Wednesday, November 4, 2015

Lead On 2015 (BC Vineyard Gathering)


photo credit: Coral Lee Photography

A couple of weeks ago, I attended the annual BC Vineyard Regional Gathering in Chilliwack. A year previous, it was my attendance at the same Gathering that began a process of reconnecting with the Vineyard movement here in Canada.

This year, I was also privileged to play bass with an assortment of worship leaders from around British Columbia, which is always spiritually meaningful and also just plain fun (musically speaking).

Reviewing my notes from the weekend, one of the recurring (if unofficial) themes of the conference was the phrase, "stay in your own lane". Roughly translated: You're Vineyard, so act like it; don't try to be anybody else.
One of the major (and most lamented) limitations of online writing is that you can't get the "tone of voice" or "feel" of how something is said. In light of this, it's entirely possible that -- if you weren't at the Regional Gathering -- the phrase "stay in your own lane" could come across in several different ways.
For example:

1. It could be a Rebuke.
Yes, it's possible that saying: "stay in your lane" could be taken as a rebuke. A strong word of course correction to people who were straying off-course. Sometimes a rebuke is the most loving thing to give. But that's not how it came across at the Gathering.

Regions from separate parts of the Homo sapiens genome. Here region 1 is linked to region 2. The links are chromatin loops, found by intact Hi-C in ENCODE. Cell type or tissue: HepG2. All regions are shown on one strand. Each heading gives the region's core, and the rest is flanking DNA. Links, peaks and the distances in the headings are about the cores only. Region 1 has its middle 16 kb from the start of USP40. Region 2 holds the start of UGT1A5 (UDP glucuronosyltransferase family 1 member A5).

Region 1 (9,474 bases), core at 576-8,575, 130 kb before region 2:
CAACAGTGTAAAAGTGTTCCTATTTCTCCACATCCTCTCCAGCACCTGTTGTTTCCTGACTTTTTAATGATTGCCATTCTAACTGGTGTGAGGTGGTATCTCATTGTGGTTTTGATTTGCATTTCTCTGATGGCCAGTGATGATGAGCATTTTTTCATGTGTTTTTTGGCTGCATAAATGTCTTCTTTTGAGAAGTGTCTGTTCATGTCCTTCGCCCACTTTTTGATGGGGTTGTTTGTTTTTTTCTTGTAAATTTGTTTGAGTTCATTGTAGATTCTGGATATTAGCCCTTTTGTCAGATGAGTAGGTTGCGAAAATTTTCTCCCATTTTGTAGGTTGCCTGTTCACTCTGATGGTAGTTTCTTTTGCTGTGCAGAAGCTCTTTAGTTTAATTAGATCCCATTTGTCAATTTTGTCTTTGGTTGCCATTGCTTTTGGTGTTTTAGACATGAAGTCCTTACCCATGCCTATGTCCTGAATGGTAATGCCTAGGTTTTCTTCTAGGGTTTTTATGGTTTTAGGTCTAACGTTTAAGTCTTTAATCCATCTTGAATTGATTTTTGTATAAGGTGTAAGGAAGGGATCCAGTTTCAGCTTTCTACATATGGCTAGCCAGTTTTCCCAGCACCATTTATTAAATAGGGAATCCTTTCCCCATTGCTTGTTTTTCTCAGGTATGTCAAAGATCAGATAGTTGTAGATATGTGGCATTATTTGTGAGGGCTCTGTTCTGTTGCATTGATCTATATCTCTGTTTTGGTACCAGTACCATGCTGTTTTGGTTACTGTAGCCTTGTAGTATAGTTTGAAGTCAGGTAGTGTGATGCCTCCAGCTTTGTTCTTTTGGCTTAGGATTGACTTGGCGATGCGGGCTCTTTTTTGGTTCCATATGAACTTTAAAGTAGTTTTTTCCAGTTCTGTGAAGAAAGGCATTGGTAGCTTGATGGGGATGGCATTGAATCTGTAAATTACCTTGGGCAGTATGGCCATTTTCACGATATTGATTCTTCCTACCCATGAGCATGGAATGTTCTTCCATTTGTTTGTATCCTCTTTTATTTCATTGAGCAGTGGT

2. It could be a Warning.
If you read the Old & New Testaments, and even a short summary of church history over the centuries, you would probably notice that we humans have a strong tendency to wander off into the weeds. And if this were the case at the Gathering, a word of warning would be appropriate. But it wasn't like that, either.
3. It could be an Encouragement (note: this is the correct answer).
"Stay in your own lane" came across very strongly as pastoral encouragement: we need to embrace a "bold humility" that unapologetically (and un-obnoxiously) states who we are as a movement, what our values & practices are, and our paradigm of the Kingdom as "already-and-not-yet".

To paraphrase the theologian called Pop-eye, "We yam what we yam."


And as our guest speaker, Christy Wimber, reminded us more than once, we shouldn't be surprised when the things we affirm are often the things most under spiritual attack: Ie. worship, community, and the charismata (grace gifts) of the Holy Spirit.

David Ruis also reminded us (this is not verbatim but the general gist): "Vineyard Canada has enough loaves and fishes to offer Jesus for His use". In context, this was also an encouraging word, reminding us that despite the vastness of our region -- and the many small Vineyard churches scattered here and there -- we serve a God who is in the business of taking a little and using it to bless many.

This was only the second Gathering I've been to, but each time, I have come away with a greater appreciation for my Vineyardian tribe, and also a sense that a new chapter is being written.

And Wendy & I are more than ready to roll up our sleeves and join in.

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